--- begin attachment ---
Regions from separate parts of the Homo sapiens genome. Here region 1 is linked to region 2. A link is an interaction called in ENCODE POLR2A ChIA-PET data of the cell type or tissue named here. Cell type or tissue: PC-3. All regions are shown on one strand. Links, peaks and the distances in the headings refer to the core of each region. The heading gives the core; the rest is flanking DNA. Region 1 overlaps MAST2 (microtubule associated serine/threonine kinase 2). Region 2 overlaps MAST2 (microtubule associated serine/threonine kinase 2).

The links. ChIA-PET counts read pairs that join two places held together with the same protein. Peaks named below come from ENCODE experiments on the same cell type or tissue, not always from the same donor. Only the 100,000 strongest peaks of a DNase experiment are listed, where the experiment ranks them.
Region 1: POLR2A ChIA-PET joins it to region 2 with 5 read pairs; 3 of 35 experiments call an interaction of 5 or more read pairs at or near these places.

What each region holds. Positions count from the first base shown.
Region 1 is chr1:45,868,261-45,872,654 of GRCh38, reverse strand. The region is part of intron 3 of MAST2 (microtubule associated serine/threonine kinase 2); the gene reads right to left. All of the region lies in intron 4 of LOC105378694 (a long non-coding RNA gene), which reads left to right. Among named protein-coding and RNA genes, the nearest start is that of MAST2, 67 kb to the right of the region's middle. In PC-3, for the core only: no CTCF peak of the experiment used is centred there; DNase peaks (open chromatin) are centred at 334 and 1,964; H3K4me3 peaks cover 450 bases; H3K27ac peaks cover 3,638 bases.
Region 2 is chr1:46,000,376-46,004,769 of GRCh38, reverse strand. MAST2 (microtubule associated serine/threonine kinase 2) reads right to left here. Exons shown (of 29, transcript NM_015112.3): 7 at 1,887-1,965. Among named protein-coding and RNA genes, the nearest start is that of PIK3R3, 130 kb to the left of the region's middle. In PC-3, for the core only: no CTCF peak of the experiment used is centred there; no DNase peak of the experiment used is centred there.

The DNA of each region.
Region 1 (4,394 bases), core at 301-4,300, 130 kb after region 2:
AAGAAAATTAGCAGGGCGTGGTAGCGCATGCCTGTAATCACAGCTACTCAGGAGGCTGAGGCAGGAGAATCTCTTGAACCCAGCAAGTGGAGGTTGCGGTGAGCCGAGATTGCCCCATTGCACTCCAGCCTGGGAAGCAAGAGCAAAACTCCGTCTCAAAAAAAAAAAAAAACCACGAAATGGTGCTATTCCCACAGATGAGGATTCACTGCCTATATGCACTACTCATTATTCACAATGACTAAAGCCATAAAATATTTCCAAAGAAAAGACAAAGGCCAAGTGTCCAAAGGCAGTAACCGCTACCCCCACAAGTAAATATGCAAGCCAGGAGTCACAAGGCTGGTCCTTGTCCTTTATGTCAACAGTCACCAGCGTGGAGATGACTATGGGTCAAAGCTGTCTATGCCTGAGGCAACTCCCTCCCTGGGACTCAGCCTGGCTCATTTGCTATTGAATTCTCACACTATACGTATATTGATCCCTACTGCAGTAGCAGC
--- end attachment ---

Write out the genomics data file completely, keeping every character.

Regions from separate parts of the Homo sapiens genome. Here region 1 is linked to region 2. A link is an interaction called in ENCODE POLR2A ChIA-PET data of the cell type or tissue named here. Cell type or tissue: PC-3. All regions are shown on one strand. Links, peaks and the distances in the headings refer to the core of each region. The heading gives the core; the rest is flanking DNA. Region 1 overlaps MAST2 (microtubule associated serine/threonine kinase 2). Region 2 overlaps MAST2 (microtubule associated serine/threonine kinase 2).

The links. ChIA-PET counts read pairs that join two places held together with the same protein. Peaks named below come from ENCODE experiments on the same cell type or tissue, not always from the same donor. Only the 100,000 strongest peaks of a DNase experiment are listed, where the experiment ranks them.
Region 1: POLR2A ChIA-PET joins it to region 2 with 5 read pairs; 3 of 35 experiments call an interaction of 5 or more read pairs at or near these places.

What each region holds. Positions count from the first base shown.
Region 1 is chr1:45,868,261-45,872,654 of GRCh38, reverse strand. The region is part of intron 3 of MAST2 (microtubule associated serine/threonine kinase 2); the gene reads right to left. All of the region lies in intron 4 of LOC105378694 (a long non-coding RNA gene), which reads left to right. Among named protein-coding and RNA genes, the nearest start is that of MAST2, 67 kb to the right of the region's middle. In PC-3, for the core only: no CTCF peak of the experiment used is centred there; DNase peaks (open chromatin) are centred at 334 and 1,964; H3K4me3 peaks cover 450 bases; H3K27ac peaks cover 3,638 bases.
Region 2 is chr1:46,000,376-46,004,769 of GRCh38, reverse strand. MAST2 (microtubule associated serine/threonine kinase 2) reads right to left here. Exons shown (of 29, transcript NM_015112.3): 7 at 1,887-1,965. Among named protein-coding and RNA genes, the nearest start is that of PIK3R3, 130 kb to the left of the region's middle. In PC-3, for the core only: no CTCF peak of the experiment used is centred there; no DNase peak of the experiment used is centred there.

The DNA of each region.
Region 1 (4,394 bases), core at 301-4,300, 130 kb after region 2:
AAGAAAATTAGCAGGGCGTGGTAGCGCATGCCTGTAATCACAGCTACTCAGGAGGCTGAGGCAGGAGAATCTCTTGAACCCAGCAAGTGGAGGTTGCGGTGAGCCGAGATTGCCCCATTGCACTCCAGCCTGGGAAGCAAGAGCAAAACTCCGTCTCAAAAAAAAAAAAAAACCACGAAATGGTGCTATTCCCACAGATGAGGATTCACTGCCTATATGCACTACTCATTATTCACAATGACTAAAGCCATAAAATATTTCCAAAGAAAAGACAAAGGCCAAGTGTCCAAAGGCAGTAACCGCTACCCCCACAAGTAAATATGCAAGCCAGGAGTCACAAGGCTGGTCCTTGTCCTTTATGTCAACAGTCACCAGCGTGGAGATGACTATGGGTCAAAGCTGTCTATGCCTGAGGCAACTCCCTCCCTGGGACTCAGCCTGGCTCATTTGCTATTGAATTCTCACACTATACGTATATTGATCCCTACTGCAGTAGCAGC